PipeChat Digest #3114 - Sunday, September 8, 2002 Re: The Wedge recorded on CD by "Arie Vandenberg" <ArieV@classicorgan.com> Hertz Values by "lab" <firstname.lastname@example.org> Re: Hertz Values by "Mike Gettelman" <email@example.com> Wood treatment/humidity by <firstname.lastname@example.org> RE: Franck Choral in A Minor by <email@example.com>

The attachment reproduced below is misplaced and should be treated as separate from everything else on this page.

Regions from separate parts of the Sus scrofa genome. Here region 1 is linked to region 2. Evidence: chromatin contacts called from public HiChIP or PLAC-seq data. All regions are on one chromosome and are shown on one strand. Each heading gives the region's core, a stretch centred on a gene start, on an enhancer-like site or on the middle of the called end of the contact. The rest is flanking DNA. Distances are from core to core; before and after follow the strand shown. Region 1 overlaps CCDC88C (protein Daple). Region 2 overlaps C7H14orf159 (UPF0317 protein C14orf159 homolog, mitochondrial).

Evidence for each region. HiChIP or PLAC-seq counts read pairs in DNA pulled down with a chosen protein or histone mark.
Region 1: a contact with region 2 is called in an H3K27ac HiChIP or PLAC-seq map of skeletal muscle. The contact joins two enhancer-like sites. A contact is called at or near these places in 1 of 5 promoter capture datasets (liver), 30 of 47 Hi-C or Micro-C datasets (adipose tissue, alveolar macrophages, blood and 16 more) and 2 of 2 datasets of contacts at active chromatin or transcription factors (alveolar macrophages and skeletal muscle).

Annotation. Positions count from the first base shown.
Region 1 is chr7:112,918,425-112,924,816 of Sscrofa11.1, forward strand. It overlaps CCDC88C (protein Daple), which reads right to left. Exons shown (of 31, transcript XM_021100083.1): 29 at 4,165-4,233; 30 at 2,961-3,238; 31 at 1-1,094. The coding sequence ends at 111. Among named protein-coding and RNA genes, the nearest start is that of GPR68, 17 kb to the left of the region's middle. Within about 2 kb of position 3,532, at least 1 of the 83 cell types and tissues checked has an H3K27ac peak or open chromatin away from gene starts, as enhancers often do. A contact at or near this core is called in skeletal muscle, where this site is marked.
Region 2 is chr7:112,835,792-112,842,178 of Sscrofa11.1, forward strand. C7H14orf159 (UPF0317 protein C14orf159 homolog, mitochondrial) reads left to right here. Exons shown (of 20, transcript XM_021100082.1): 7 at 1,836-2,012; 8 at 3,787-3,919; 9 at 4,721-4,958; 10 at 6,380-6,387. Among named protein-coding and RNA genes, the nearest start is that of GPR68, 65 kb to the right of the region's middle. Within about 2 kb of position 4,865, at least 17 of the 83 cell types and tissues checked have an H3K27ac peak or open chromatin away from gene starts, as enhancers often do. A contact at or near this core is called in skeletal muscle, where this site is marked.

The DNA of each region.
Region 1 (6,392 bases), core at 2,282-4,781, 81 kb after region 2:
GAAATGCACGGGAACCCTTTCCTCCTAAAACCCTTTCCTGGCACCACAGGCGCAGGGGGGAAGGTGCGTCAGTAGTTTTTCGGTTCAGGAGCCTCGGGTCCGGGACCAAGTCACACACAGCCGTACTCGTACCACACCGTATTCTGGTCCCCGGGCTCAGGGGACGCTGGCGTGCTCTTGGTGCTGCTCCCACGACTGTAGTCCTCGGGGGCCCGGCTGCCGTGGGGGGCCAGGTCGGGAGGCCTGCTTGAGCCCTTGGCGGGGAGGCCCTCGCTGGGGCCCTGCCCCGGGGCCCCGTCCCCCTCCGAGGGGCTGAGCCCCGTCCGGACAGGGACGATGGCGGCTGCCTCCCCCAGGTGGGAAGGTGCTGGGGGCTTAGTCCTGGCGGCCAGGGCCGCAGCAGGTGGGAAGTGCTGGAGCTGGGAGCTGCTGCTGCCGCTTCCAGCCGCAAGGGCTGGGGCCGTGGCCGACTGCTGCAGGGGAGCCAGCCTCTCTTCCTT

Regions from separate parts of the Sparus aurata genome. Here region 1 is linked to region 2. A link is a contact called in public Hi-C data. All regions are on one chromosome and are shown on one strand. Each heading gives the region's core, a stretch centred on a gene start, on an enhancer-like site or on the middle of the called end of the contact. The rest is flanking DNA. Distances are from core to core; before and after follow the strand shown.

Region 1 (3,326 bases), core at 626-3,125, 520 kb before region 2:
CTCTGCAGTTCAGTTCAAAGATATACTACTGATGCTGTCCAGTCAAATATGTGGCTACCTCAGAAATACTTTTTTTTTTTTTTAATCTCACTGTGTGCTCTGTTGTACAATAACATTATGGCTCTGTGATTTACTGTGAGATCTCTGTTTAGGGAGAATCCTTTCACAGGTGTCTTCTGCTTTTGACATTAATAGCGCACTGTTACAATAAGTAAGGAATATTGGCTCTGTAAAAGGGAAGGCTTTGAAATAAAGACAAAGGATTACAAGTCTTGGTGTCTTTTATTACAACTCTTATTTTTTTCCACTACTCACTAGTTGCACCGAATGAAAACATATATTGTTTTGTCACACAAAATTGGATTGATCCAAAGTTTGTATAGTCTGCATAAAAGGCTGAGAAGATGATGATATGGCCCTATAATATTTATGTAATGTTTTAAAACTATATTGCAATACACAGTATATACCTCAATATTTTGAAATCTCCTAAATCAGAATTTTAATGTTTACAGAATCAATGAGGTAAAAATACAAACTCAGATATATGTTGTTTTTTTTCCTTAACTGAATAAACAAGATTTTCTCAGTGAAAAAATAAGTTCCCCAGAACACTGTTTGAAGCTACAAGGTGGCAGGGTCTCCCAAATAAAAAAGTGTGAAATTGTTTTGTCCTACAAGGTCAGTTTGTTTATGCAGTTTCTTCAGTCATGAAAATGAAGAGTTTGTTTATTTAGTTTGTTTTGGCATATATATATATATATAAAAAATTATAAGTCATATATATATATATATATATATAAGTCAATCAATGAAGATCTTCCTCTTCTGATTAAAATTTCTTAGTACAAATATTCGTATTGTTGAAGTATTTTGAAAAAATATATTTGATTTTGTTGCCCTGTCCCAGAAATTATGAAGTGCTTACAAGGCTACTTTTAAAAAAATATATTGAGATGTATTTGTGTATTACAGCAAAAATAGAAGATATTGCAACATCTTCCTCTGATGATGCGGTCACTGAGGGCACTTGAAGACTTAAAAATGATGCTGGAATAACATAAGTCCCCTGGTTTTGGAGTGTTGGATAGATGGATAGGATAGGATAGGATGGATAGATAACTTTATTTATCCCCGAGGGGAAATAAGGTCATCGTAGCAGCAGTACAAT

(back) Subject: Re: The Wedge recorded on CD From: "Arie Vandenberg" <ArieV@classicorgan.com> Date: Sat, 07 Sep 2002 20:44:11 -0400 At 03:53 PM 9/6/2002 -0500, you wrote: >Virgil Fox played it on his Rogers during the heavy organ tour. It is on >the CD, "Heavy Organ at Carnegie Hall". > >Jim H > >----- Original Message ----- >From: "Glenda" <firstname.lastname@example.org> >To: "'PipeChat'" <email@example.com> >Sent: Friday, September 06, 2002 6:46 AM >Subject: The Wedge recorded on CD > > > > I was burning a CD of Bach P&Fs for a dear old organist friend, mainly > > from his CD collection that he gave me. He is still an ambassador for > > the organ, and wanted the CD to interest someone in the organ. > > > > Anyway, while doing this, I realized that I could not find a CD > > recording of the Wedge Prelude and Fugue anywhere. I kept saying that > > it could not be so, and wracked my brains to try to remember if I had > > such a CD. I could not find one. > > > > So, my question is what is the best CD recording you've heard of the > > Wedge? > > > > Cheers, > > > > Glenda Sutton > > firstname.lastname@example.org > > Hi Glenda and List Since you asked for a recording of the "Wedge" P & F, I proceeded to go through all my CDs, and found 3 renditions. Here is what I found 1) Virgil Fox on a Rodgers touring organ at Carnegie Hall - a strange performance indeed, more Virgil than Bach, the organ rather electronic sounding too, but not bad for an early 70s electronic. Couldn't finish listening to it. 2) Wolfgang Rubsam on Oberlin's Flentrop - also rather distracting, each turn and twist a big event in itself, rather tiring to listen to after a = while 3) A German organist on the "Ladegast" organ (an old East German production), sound is not bad, but too much plenum sound, played at a very = pedistrian pace. Wearisome to listen to. I'm sure there must be better recordings out there than this. I'm sure Simon Preston, Ton Koopman, Peter Hurford, or even the earlier W. Rubsam would be much preferrable to any of these. I don't think there that many recordings out there of it (maybe it is a good thing too). It is a piece that requires some imagination, and = variety of colour, otherwise it becomes like listening to a Mahler symphony, one looks more to their watch than listens to the music. Getting back to Bach recordings, one of my all time favorites is a recording by Daniel Chorzempa, done in 1968 on a big organ in Breda, Holland. Technically he is brilliant, rythmically solid, beautiful regirstrations, and a great understanding of the music. He plays the = great A minor and D major P & Fs, T & F in D minor (565), and the Passacaglia = and Fugue. It was available on CD for a while. His later recordings were not = nearly so interesting. Does anyone on this list know what happened to him? I never seem to see him mentioned anymore. Cheers, Arie V.